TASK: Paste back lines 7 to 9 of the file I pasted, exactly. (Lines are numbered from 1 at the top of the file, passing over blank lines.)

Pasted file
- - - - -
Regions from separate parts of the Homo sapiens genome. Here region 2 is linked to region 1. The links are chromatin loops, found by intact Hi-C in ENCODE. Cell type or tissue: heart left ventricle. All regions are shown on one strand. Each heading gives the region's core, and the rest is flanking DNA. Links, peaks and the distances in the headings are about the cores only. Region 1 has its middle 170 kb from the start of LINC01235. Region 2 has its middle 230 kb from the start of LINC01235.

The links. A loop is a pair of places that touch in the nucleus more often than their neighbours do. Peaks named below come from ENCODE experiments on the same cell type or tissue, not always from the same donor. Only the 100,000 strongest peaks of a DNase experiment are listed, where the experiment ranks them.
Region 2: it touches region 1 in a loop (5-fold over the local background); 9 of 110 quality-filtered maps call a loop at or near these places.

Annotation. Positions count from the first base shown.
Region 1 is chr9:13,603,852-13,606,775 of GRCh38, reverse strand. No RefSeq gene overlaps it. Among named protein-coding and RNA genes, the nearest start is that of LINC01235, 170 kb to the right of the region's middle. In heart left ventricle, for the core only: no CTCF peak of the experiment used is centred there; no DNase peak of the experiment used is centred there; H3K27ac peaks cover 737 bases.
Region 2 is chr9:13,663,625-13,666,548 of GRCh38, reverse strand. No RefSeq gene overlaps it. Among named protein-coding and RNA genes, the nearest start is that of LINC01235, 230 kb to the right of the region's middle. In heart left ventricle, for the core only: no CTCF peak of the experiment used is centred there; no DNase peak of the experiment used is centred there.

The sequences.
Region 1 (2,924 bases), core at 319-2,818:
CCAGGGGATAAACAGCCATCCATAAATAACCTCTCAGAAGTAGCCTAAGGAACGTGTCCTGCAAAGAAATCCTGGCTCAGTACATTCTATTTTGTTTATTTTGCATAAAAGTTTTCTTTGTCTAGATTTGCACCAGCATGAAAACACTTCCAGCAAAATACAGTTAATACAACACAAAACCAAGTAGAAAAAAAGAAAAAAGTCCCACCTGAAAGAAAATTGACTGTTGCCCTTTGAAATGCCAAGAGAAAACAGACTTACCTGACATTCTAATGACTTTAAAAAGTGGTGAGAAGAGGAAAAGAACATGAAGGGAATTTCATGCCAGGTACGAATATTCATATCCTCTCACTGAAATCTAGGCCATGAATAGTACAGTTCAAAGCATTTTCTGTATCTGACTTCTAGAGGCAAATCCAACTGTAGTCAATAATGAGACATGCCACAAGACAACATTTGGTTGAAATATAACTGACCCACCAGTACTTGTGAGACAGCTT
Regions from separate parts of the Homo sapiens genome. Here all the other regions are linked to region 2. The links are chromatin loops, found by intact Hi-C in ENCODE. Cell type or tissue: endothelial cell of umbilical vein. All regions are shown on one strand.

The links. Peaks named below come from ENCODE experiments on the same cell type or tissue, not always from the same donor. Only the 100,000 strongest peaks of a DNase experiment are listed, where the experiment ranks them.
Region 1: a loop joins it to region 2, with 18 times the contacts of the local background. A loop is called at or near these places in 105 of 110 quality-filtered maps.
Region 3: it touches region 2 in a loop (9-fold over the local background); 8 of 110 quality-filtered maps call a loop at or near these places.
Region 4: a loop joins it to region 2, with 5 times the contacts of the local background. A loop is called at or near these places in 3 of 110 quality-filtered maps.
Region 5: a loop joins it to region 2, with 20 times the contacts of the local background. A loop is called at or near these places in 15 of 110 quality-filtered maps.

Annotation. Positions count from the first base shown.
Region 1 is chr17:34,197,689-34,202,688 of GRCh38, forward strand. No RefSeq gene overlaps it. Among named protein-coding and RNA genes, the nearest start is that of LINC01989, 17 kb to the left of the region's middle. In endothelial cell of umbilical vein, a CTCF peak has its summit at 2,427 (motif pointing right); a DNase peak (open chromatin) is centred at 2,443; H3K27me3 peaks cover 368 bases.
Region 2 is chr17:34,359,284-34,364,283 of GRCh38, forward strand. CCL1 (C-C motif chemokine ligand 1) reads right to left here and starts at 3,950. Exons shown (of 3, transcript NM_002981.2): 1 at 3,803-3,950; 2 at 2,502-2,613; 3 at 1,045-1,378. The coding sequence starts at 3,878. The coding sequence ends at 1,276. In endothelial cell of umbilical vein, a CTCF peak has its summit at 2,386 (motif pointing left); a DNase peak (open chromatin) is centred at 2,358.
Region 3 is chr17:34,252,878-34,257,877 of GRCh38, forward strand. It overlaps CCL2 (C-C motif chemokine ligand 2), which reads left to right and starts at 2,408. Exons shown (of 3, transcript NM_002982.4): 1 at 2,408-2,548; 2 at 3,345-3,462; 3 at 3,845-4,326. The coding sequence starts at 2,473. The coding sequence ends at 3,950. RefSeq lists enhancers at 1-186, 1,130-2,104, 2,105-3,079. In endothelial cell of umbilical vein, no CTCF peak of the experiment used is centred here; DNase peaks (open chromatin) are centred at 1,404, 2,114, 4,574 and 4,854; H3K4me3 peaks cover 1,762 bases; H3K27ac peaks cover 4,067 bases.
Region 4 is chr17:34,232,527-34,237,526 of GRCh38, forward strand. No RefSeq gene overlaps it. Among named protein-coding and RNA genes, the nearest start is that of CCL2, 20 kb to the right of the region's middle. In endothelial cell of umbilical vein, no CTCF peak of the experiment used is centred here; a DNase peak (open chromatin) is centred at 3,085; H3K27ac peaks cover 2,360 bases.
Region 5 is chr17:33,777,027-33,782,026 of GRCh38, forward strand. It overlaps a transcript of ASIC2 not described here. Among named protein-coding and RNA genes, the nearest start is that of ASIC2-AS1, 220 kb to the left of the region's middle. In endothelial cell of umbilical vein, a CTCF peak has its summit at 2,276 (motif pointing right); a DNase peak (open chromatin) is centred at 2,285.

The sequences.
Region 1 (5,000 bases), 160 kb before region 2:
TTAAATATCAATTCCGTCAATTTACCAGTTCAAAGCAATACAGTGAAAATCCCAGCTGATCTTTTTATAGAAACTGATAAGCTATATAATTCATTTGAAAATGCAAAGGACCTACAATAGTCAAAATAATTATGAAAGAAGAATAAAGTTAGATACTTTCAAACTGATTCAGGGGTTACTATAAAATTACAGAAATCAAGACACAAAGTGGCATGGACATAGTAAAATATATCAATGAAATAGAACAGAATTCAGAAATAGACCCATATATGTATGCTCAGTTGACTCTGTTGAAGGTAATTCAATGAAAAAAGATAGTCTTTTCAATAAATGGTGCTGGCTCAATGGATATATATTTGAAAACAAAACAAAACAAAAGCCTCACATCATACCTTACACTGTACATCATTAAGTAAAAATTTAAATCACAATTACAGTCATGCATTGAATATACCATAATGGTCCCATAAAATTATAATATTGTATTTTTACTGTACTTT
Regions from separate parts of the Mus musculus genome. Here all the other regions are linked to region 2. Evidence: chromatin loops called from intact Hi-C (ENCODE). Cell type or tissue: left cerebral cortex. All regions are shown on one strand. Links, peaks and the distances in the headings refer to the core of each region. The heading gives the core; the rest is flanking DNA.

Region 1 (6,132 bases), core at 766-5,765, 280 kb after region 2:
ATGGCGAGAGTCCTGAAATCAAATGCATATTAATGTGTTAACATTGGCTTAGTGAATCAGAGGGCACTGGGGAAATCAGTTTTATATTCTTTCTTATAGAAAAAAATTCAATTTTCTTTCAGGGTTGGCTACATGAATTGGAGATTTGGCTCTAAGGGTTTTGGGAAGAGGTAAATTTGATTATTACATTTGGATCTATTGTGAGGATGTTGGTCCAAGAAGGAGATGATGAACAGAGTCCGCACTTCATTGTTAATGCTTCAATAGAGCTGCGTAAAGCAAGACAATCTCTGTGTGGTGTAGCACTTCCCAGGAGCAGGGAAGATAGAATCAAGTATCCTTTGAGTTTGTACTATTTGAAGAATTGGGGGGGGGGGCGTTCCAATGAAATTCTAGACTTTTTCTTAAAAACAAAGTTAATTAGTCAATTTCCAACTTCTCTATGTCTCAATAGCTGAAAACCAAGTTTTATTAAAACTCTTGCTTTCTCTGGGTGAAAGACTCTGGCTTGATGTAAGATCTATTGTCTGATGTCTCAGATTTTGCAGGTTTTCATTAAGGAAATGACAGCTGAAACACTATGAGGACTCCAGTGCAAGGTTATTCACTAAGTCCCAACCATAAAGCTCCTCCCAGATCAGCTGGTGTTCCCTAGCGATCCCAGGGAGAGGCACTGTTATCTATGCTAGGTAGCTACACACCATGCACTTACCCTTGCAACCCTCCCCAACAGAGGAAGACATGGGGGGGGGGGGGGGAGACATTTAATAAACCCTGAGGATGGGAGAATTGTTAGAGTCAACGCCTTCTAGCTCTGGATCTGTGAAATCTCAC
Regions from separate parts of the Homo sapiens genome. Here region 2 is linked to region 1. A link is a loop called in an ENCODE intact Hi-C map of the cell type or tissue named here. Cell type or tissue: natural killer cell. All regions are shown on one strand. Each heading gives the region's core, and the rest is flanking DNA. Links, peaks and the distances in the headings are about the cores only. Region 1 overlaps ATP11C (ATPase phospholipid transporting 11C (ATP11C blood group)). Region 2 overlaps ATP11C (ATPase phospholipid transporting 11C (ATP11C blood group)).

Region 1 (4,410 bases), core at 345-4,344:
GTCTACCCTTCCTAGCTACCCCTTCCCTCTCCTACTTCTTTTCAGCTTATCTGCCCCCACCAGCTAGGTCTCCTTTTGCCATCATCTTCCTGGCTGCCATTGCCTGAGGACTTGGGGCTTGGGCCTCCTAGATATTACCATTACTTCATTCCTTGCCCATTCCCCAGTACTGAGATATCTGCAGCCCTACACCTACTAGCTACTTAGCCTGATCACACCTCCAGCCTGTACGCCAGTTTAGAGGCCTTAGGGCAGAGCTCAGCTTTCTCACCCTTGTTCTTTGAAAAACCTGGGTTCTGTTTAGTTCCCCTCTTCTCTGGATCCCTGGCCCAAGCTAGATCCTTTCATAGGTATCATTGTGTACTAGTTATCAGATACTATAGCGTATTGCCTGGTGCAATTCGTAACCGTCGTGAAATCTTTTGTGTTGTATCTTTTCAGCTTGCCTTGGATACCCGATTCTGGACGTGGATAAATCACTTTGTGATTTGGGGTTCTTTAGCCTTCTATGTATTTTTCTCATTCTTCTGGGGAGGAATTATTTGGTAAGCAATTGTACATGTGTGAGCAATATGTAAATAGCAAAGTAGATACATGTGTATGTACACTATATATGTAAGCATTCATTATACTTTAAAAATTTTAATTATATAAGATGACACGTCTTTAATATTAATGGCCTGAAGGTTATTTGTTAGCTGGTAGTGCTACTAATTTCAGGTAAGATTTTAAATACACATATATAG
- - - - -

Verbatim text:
The sequences.
Region 1 (2,924 bases), core at 319-2,818:
CCAGGGGATAAACAGCCATCCATAAATAACCTCTCAGAAGTAGCCTAAGGAACGTGTCCTGCAAAGAAATCCTGGCTCAGTACATTCTATTTTGTTTATTTTGCATAAAAGTTTTCTTTGTCTAGATTTGCACCAGCATGAAAACACTTCCAGCAAAATACAGTTAATACAACACAAAACCAAGTAGAAAAAAAGAAAAAAGTCCCACCTGAAAGAAAATTGACTGTTGCCCTTTGAAATGCCAAGAGAAAACAGACTTACCTGACATTCTAATGACTTTAAAAAGTGGTGAGAAGAGGAAAAGAACATGAAGGGAATTTCATGCCAGGTACGAATATTCATATCCTCTCACTGAAATCTAGGCCATGAATAGTACAGTTCAAAGCATTTTCTGTATCTGACTTCTAGAGGCAAATCCAACTGTAGTCAATAATGAGACATGCCACAAGACAACATTTGGTTGAAATATAACTGACCCACCAGTACTTGTGAGACAGCTT